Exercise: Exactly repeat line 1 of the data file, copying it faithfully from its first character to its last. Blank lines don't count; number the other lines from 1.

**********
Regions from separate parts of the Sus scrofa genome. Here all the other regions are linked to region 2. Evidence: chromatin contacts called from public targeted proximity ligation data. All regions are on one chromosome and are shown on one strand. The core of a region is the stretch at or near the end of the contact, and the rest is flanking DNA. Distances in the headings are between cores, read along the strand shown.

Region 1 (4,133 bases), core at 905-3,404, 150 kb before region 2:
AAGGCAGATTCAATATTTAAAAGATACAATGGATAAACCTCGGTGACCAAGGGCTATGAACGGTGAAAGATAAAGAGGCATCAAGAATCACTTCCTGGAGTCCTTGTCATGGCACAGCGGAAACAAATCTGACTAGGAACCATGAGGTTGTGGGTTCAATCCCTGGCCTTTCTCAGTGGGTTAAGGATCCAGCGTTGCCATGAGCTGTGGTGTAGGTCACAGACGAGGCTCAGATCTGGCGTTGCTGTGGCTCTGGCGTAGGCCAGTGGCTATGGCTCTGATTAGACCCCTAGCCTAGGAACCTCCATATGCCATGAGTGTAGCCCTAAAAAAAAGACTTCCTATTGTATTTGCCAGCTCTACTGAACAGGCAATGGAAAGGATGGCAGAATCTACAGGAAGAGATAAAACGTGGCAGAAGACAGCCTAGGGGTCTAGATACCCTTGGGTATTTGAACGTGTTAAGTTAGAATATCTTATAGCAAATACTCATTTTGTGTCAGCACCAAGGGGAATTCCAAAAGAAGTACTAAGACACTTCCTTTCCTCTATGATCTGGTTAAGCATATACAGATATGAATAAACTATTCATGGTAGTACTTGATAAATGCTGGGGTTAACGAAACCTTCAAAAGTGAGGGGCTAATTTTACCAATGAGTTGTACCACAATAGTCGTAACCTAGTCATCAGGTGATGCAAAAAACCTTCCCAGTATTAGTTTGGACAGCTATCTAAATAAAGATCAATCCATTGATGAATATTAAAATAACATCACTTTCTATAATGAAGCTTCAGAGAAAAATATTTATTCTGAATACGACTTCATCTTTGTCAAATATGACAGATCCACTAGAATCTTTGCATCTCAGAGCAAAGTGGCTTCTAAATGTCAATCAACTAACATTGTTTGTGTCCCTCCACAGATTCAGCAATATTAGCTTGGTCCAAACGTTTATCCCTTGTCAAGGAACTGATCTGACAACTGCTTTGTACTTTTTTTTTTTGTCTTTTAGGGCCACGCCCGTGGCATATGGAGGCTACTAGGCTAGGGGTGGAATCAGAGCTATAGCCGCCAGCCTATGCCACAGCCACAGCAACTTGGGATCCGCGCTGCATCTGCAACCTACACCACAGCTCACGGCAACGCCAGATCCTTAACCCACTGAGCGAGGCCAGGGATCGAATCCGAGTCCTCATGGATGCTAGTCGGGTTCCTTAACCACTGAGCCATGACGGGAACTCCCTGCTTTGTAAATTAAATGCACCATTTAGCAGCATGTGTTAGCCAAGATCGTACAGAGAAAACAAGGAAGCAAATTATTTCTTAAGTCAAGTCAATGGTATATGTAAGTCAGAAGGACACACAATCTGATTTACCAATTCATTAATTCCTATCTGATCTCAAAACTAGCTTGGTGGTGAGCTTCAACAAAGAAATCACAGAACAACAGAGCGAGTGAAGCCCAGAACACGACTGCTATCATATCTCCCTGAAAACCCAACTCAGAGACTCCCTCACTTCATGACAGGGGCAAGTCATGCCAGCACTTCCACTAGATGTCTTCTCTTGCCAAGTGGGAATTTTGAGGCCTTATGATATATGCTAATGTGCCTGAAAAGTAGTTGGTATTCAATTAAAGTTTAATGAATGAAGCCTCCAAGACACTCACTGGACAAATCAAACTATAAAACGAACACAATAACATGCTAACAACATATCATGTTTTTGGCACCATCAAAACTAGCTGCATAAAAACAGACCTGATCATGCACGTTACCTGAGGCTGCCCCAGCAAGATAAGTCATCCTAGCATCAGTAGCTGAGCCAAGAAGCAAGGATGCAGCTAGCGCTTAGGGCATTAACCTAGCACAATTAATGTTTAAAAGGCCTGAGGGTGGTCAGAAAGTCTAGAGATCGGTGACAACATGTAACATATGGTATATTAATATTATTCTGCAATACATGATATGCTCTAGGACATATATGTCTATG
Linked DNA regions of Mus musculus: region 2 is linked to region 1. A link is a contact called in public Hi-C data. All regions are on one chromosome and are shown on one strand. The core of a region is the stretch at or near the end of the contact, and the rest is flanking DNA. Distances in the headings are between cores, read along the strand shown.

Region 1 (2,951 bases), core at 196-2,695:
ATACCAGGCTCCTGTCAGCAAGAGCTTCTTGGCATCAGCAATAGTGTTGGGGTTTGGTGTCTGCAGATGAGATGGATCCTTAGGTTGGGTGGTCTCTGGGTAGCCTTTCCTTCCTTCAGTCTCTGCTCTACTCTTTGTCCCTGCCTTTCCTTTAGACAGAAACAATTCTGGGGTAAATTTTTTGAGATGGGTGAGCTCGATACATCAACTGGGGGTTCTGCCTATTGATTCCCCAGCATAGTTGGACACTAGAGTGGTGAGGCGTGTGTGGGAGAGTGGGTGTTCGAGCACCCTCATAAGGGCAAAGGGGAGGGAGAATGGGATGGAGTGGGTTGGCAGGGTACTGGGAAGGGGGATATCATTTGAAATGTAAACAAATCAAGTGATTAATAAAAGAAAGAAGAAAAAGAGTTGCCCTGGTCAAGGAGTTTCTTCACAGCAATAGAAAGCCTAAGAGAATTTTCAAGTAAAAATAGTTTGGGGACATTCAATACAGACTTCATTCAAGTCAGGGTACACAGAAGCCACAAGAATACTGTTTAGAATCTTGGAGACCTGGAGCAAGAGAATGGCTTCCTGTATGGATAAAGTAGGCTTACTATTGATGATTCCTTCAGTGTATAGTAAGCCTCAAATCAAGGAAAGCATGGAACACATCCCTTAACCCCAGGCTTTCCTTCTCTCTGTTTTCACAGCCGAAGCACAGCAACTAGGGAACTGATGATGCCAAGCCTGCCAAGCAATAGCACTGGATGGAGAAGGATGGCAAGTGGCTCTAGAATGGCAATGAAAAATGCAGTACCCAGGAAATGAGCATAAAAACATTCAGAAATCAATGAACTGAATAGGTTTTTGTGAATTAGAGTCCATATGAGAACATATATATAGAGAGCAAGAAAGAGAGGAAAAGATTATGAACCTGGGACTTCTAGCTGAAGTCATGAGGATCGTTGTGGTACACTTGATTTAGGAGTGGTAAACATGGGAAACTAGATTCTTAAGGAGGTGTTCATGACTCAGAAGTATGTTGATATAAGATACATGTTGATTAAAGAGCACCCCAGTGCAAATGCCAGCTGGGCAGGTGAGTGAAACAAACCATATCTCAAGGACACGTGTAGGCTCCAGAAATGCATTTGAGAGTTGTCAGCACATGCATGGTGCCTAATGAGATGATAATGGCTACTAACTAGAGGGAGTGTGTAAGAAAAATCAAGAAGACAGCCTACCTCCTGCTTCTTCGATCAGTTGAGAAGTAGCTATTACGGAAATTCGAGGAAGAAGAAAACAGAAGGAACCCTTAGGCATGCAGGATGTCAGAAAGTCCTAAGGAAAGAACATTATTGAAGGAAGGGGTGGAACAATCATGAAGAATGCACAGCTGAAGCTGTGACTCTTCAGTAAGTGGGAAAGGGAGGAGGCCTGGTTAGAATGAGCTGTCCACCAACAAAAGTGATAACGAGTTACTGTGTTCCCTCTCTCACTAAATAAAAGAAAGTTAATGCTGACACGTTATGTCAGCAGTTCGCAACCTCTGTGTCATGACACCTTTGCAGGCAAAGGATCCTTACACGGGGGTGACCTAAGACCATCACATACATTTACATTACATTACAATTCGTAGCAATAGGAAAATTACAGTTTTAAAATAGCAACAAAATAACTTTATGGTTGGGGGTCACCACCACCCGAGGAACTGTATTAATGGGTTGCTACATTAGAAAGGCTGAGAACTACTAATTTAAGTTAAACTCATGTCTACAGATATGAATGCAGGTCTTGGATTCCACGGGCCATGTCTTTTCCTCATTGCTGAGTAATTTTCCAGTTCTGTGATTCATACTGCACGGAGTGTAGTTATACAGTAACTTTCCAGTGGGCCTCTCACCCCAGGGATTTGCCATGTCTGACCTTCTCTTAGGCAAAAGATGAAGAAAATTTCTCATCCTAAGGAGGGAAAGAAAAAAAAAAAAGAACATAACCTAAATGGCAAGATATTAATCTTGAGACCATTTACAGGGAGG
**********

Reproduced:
Regions from separate parts of the Sus scrofa genome. Here all the other regions are linked to region 2. Evidence: chromatin contacts called from public targeted proximity ligation data. All regions are on one chromosome and are shown on one strand. The core of a region is the stretch at or near the end of the contact, and the rest is flanking DNA. Distances in the headings are between cores, read along the strand shown.